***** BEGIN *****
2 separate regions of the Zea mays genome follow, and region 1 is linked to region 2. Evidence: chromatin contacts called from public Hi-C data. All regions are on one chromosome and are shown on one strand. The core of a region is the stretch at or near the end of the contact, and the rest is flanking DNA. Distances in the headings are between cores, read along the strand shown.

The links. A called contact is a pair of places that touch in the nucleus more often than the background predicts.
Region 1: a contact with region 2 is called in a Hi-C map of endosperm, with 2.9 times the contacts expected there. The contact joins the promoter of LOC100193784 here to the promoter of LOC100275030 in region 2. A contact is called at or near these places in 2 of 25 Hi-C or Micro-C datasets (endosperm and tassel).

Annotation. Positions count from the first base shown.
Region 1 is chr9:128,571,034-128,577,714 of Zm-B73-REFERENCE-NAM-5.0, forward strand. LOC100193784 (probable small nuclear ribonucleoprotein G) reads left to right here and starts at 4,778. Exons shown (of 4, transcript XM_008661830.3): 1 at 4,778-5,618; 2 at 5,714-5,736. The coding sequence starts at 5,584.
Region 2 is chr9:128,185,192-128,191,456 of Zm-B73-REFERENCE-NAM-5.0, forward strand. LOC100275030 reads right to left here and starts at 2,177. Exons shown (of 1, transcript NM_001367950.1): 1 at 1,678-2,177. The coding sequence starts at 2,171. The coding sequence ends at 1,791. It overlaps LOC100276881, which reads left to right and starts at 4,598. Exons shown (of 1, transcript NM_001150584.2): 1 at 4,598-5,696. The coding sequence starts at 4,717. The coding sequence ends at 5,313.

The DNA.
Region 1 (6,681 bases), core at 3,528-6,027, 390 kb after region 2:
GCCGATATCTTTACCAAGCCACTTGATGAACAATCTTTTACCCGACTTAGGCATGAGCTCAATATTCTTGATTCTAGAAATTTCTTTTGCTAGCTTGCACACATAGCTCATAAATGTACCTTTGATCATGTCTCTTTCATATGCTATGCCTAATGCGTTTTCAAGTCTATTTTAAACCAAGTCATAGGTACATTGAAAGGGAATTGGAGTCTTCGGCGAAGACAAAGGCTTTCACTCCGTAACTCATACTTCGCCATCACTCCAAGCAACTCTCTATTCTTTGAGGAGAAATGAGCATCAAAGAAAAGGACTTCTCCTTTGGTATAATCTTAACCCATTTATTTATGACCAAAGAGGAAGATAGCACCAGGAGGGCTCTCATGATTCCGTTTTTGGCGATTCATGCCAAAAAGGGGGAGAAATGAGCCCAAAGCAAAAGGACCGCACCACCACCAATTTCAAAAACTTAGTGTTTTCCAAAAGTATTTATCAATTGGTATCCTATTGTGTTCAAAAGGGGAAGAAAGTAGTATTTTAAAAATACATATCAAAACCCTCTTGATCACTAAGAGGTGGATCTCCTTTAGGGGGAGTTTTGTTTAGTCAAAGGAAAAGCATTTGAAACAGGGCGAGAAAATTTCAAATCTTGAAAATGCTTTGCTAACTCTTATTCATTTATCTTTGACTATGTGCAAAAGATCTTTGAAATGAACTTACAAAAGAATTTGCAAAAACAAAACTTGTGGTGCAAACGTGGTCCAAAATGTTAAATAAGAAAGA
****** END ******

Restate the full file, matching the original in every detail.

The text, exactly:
2 separate regions of the Zea mays genome follow, and region 1 is linked to region 2. Evidence: chromatin contacts called from public Hi-C data. All regions are on one chromosome and are shown on one strand. The core of a region is the stretch at or near the end of the contact, and the rest is flanking DNA. Distances in the headings are between cores, read along the strand shown.

The links. A called contact is a pair of places that touch in the nucleus more often than the background predicts.
Region 1: a contact with region 2 is called in a Hi-C map of endosperm, with 2.9 times the contacts expected there. The contact joins the promoter of LOC100193784 here to the promoter of LOC100275030 in region 2. A contact is called at or near these places in 2 of 25 Hi-C or Micro-C datasets (endosperm and tassel).

Annotation. Positions count from the first base shown.
Region 1 is chr9:128,571,034-128,577,714 of Zm-B73-REFERENCE-NAM-5.0, forward strand. LOC100193784 (probable small nuclear ribonucleoprotein G) reads left to right here and starts at 4,778. Exons shown (of 4, transcript XM_008661830.3): 1 at 4,778-5,618; 2 at 5,714-5,736. The coding sequence starts at 5,584.
Region 2 is chr9:128,185,192-128,191,456 of Zm-B73-REFERENCE-NAM-5.0, forward strand. LOC100275030 reads right to left here and starts at 2,177. Exons shown (of 1, transcript NM_001367950.1): 1 at 1,678-2,177. The coding sequence starts at 2,171. The coding sequence ends at 1,791. It overlaps LOC100276881, which reads left to right and starts at 4,598. Exons shown (of 1, transcript NM_001150584.2): 1 at 4,598-5,696. The coding sequence starts at 4,717. The coding sequence ends at 5,313.

The DNA.
Region 1 (6,681 bases), core at 3,528-6,027, 390 kb after region 2:
GCCGATATCTTTACCAAGCCACTTGATGAACAATCTTTTACCCGACTTAGGCATGAGCTCAATATTCTTGATTCTAGAAATTTCTTTTGCTAGCTTGCACACATAGCTCATAAATGTACCTTTGATCATGTCTCTTTCATATGCTATGCCTAATGCGTTTTCAAGTCTATTTTAAACCAAGTCATAGGTACATTGAAAGGGAATTGGAGTCTTCGGCGAAGACAAAGGCTTTCACTCCGTAACTCATACTTCGCCATCACTCCAAGCAACTCTCTATTCTTTGAGGAGAAATGAGCATCAAAGAAAAGGACTTCTCCTTTGGTATAATCTTAACCCATTTATTTATGACCAAAGAGGAAGATAGCACCAGGAGGGCTCTCATGATTCCGTTTTTGGCGATTCATGCCAAAAAGGGGGAGAAATGAGCCCAAAGCAAAAGGACCGCACCACCACCAATTTCAAAAACTTAGTGTTTTCCAAAAGTATTTATCAATTGGTATCCTATTGTGTTCAAAAGGGGAAGAAAGTAGTATTTTAAAAATACATATCAAAACCCTCTTGATCACTAAGAGGTGGATCTCCTTTAGGGGGAGTTTTGTTTAGTCAAAGGAAAAGCATTTGAAACAGGGCGAGAAAATTTCAAATCTTGAAAATGCTTTGCTAACTCTTATTCATTTATCTTTGACTATGTGCAAAAGATCTTTGAAATGAACTTACAAAAGAATTTGCAAAAACAAAACTTGTGGTGCAAACGTGGTCCAAAATGTTAAATAAGAAAGA